• Relationship-Based: The most successful HR business partnering is reliant on the positive and productive relationships formed and the collaboration which then becomes possible. HR becomes the driver of an intensely well-networked organisation.
  • Initiative and Solution Focused: Rather than simply performing the daily functions of the old-school HR department, HR business partnerships work more holistically to translate strategy into action.

How to Apply HR Business Partnering

Therefore, and going back to Ulrich’s own comments on his model, HR business partnering looks different from one organisation to another – precisely because it should be aligned with the individual strategy of the individual organisation in which it’s partnering. It’s also worth noting that it may not, in its entirety, be the right model of HR for your particular organisation, or at this particular time.

However, if taken with a broader understanding, and more as a ‘mind-set’ of how to utilise HR most effectively, then it can be applied to any organisation. HR should always support business objectives and therefore, this tenet of HR business partnerships is worth getting on board.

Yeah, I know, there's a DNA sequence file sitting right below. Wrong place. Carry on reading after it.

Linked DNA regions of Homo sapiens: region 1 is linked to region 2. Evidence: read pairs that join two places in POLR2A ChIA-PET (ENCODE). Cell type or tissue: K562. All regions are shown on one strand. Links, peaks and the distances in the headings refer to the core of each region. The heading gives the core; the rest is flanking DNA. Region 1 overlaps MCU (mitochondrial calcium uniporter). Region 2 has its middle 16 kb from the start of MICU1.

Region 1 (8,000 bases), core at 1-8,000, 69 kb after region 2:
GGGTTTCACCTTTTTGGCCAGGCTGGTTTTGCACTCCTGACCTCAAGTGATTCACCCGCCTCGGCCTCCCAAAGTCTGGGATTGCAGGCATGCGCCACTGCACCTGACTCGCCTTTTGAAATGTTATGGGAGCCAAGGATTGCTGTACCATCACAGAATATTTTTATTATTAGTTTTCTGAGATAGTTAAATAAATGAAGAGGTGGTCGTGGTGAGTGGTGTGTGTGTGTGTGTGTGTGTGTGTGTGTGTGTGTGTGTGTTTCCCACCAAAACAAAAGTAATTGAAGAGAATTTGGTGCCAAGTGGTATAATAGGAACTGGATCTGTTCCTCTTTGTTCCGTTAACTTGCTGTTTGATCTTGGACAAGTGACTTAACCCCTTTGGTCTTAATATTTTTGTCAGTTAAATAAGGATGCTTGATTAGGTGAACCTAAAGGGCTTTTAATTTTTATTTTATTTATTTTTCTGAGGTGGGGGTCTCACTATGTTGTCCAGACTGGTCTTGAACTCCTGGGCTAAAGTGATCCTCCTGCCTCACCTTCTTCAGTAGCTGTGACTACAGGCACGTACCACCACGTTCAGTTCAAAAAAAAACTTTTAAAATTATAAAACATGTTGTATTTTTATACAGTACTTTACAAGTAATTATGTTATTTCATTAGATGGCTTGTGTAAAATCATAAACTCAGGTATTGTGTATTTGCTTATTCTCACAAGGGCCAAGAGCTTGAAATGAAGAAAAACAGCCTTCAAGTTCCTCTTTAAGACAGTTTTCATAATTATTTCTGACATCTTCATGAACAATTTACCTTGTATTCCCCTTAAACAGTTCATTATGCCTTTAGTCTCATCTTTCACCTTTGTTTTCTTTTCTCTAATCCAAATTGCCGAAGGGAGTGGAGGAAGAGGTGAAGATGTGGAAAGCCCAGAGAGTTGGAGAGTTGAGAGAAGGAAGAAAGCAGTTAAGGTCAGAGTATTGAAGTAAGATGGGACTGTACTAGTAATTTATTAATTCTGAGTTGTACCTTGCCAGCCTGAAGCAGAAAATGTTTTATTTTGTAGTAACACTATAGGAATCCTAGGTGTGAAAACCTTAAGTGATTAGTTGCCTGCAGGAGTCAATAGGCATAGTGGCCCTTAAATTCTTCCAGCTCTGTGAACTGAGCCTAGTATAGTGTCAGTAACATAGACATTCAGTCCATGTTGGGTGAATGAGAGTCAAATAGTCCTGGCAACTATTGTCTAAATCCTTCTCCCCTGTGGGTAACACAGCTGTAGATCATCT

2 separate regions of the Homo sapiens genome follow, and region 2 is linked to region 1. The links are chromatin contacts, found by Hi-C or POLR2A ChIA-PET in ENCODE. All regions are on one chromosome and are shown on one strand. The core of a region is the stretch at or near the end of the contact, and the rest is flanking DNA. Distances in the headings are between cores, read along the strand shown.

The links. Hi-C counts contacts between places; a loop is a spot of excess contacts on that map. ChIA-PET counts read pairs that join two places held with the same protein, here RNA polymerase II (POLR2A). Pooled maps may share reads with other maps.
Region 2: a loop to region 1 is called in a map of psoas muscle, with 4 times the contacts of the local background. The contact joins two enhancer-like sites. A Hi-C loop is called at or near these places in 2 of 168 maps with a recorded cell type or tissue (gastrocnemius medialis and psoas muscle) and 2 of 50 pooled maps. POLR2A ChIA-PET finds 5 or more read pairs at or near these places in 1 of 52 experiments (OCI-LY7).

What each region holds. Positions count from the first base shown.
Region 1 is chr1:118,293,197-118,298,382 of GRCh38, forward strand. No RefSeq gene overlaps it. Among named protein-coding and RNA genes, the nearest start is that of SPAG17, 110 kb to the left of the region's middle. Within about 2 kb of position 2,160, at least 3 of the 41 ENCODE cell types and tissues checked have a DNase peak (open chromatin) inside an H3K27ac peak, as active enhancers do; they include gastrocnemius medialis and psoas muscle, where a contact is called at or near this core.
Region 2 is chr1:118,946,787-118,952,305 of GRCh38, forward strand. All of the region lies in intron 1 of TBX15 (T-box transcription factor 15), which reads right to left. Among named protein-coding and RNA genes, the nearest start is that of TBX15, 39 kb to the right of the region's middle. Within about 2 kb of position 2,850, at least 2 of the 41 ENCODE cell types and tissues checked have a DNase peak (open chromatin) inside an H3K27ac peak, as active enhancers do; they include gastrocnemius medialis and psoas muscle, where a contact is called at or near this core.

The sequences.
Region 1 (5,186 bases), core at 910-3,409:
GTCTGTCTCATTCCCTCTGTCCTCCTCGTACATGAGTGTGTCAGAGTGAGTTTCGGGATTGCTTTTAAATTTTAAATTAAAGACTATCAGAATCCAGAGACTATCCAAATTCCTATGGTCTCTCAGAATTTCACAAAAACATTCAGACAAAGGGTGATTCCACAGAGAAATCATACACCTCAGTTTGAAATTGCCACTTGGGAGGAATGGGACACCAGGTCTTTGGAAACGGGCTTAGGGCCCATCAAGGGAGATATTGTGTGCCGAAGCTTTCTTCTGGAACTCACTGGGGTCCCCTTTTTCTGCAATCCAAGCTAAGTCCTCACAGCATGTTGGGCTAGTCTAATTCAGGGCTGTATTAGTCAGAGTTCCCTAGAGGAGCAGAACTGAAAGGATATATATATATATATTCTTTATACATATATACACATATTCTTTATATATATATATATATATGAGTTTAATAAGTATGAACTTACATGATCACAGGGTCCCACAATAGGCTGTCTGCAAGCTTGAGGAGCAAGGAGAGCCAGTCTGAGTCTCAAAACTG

The Chartered Institute of Personnel and Development (CIPD) states the two most common way of implementing a business partnership are:

  • Standalone HR business partners
  • Three-legged stool model

The first sees HR business partnership as a distinct organisation role. The second defines three specific areas of HR expertise: shared services; strategic business partners; and, centres of excellence.

The Success of HR Business Partnering

For HR business partnering to truly work in practice, HR needs to shake off its personal lack of self-esteem. HR, done strategically, does add immense value to the organisation. This needs to be paired with the confidence to be the square peg in a round hole challenging business strategy to add that value through the scope of human resource. In many ways, this can only be done if the HR function is as an expert in the nature of the unique business it works in, rather than the typical generalist approach.

HR business partnership, taken with a broader definition, is the future of HR. It steps away from the confined functions of recruitment, training etc, and instead makes these functions work for the business.